Learning opportunities

Mike Seals - July 26, 2021 10:47 pm

Learning opportunities

By Sen. Bill Coleman

Continuing our discussion from last week, something else legislators and legislative staff take part in during the interim are educational conferences. These are hosted in states around the country and focus on specific timely issues that states are facing.

This past week, I joined several of my legislative colleagues in Nashville for the 75th Southern Legislative Conference (SLC) Annual Meeting.  SLC is the nation’s largest regional gathering of state legislators, legislative staff and government officials representing 15 states. This annual meeting provides policymakers an opportunity for engaging regional and national policy experts about the most critical and relevant state government policy issues facing the southern region.

This year, topics included how state governments are operating under COVID-19, cybersecurity of unemployment claims, rural broadband access, improving and expanding infrastructure in the south, COVID and school governance, federal energy changes, COVID’s impact on the energy sector, public pension reforms, the impacts of juvenile records on future education and employment opportunities, human trafficking, and security of America’s energy grid. This was a great learning experience, and I was glad to get to share how we’ve addressed some of these issues in Oklahoma.

Several legislators and staffers from our state attended to also help recruit attendees to come to Oklahoma next year when we host the SLC Conference at the new convention center in Oklahoma City. This is an exciting opportunity for our state.

I also recently had the privilege of being the only Oklahoma legislator to serve in the Emerging Leaders Program of the State Legislative Leaders Foundation. I was so honored that Pro Tem Treat appointed me for this very informative program that is held every July on the campus of the University of Virginia, in partnership with the distinguished Darden School of Business. The program, which I attended virtually, includes up to 50 legislators from around the country who participate in 3-4 days of challenging classroom discussions, led by a team of professors at the Darden School. This unique learning opportunity helps broaden the perspectives of participants to help them be better able to tackle the most difficult issues of the time. Interestingly enough, a lot of our discussions had to do with how similar each state legislature operates and how common the problems and challenges are that we face regardless of what state we’re from.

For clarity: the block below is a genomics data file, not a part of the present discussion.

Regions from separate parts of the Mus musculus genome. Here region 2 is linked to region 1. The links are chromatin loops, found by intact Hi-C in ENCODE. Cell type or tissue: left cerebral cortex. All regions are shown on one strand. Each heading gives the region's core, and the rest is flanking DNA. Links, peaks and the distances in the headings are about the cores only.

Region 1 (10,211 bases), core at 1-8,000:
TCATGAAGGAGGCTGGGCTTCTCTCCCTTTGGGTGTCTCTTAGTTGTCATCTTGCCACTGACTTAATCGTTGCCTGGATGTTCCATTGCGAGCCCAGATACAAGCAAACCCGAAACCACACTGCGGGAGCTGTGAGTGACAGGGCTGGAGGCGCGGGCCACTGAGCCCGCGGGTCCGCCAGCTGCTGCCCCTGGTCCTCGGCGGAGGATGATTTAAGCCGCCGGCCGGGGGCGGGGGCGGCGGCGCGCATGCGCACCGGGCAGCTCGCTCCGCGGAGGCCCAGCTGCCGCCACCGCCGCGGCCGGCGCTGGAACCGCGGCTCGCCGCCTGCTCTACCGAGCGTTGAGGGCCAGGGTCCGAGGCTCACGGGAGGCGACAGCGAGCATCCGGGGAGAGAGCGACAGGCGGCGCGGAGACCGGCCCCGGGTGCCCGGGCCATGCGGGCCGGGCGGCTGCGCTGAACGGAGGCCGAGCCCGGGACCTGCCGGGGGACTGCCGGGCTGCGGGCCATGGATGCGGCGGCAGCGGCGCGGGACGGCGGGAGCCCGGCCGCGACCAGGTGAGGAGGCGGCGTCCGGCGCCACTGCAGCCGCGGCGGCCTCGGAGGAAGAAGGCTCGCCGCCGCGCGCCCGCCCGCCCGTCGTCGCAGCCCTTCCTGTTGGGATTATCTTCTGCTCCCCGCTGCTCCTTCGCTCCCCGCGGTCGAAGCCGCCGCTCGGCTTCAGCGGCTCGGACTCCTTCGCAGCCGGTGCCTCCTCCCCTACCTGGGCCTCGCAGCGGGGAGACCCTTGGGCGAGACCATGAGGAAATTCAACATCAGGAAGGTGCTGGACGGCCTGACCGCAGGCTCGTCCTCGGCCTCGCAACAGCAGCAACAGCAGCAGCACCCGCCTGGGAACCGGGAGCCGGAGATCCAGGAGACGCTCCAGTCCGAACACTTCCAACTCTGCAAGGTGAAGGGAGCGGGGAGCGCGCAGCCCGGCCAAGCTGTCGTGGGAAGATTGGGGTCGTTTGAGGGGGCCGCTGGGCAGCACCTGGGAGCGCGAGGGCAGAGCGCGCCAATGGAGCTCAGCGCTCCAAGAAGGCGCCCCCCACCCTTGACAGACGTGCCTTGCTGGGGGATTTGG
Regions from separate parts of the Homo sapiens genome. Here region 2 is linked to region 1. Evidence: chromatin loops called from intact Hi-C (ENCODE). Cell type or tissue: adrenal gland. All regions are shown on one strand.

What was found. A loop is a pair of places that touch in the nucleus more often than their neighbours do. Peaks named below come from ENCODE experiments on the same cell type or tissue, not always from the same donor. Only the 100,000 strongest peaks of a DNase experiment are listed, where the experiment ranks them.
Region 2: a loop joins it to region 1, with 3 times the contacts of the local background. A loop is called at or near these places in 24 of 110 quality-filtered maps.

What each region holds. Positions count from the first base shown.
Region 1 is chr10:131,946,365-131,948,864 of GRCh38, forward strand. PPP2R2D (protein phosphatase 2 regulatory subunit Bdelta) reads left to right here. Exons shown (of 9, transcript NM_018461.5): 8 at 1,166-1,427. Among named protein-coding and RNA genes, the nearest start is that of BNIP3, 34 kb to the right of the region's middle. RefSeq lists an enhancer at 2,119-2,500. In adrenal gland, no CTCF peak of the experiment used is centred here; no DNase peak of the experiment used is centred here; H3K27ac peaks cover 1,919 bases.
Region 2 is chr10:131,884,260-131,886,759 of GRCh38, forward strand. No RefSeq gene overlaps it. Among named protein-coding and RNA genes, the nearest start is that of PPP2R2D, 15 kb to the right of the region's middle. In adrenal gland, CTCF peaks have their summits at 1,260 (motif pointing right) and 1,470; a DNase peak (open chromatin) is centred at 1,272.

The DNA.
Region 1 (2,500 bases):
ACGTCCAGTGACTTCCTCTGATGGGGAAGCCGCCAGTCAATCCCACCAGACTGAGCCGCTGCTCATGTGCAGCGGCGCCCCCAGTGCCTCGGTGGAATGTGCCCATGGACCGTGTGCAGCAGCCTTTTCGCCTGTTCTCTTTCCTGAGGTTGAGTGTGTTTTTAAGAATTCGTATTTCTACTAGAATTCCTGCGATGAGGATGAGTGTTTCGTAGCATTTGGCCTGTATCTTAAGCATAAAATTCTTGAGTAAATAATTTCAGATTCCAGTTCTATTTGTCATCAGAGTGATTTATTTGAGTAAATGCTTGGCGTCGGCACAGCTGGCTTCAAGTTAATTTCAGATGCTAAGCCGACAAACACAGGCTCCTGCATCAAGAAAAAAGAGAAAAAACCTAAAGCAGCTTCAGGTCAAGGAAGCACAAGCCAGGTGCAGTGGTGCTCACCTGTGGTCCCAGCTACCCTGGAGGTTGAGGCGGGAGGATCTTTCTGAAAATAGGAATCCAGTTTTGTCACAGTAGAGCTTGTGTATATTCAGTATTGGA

Work is underway for congressional redistricting. Just like we did for state legislative redistricting, our redistricting committee is holding numerous public meetings around the state to help educate citizens on the process as well as answer their questions and listen to their concerns and suggestions. The meeting in our congressional district was held last week in Tulsa. However, there will be another virtual meeting on Tuesday, Aug. 3 at 6 p.m. You can join at https://www.okhouse.gov/Publications/VirtualMeets.aspx. If you aren’t able to join at that time, feel free to submit your questions, concerns and comments at [email protected].

Unlike the legislative districts, we have to use the U.S. Census Bureau’s final population numbers rather than their estimates. The states are supposed to get those final counts sometime next month. We’ll then have to convene in special session in mid-October to vote on the new congressional districts.

Interim studies will also be starting in the next few weeks. The House approved just over 100 studies while the Senate will be conducting around 70. You might want to look over the approved lists to see if any of the topics are of interest to you. These are public meetings that can be viewed live on the House and Senate websites. Schedules and presentations will also be available online.

Thank you again for the privilege of being your voice at the Capitol. As always, I look forward to hearing from you with any questions, comments or concerns you have about legislative matters. You can contact me by calling (405) 521-5581 or emailing [email protected]


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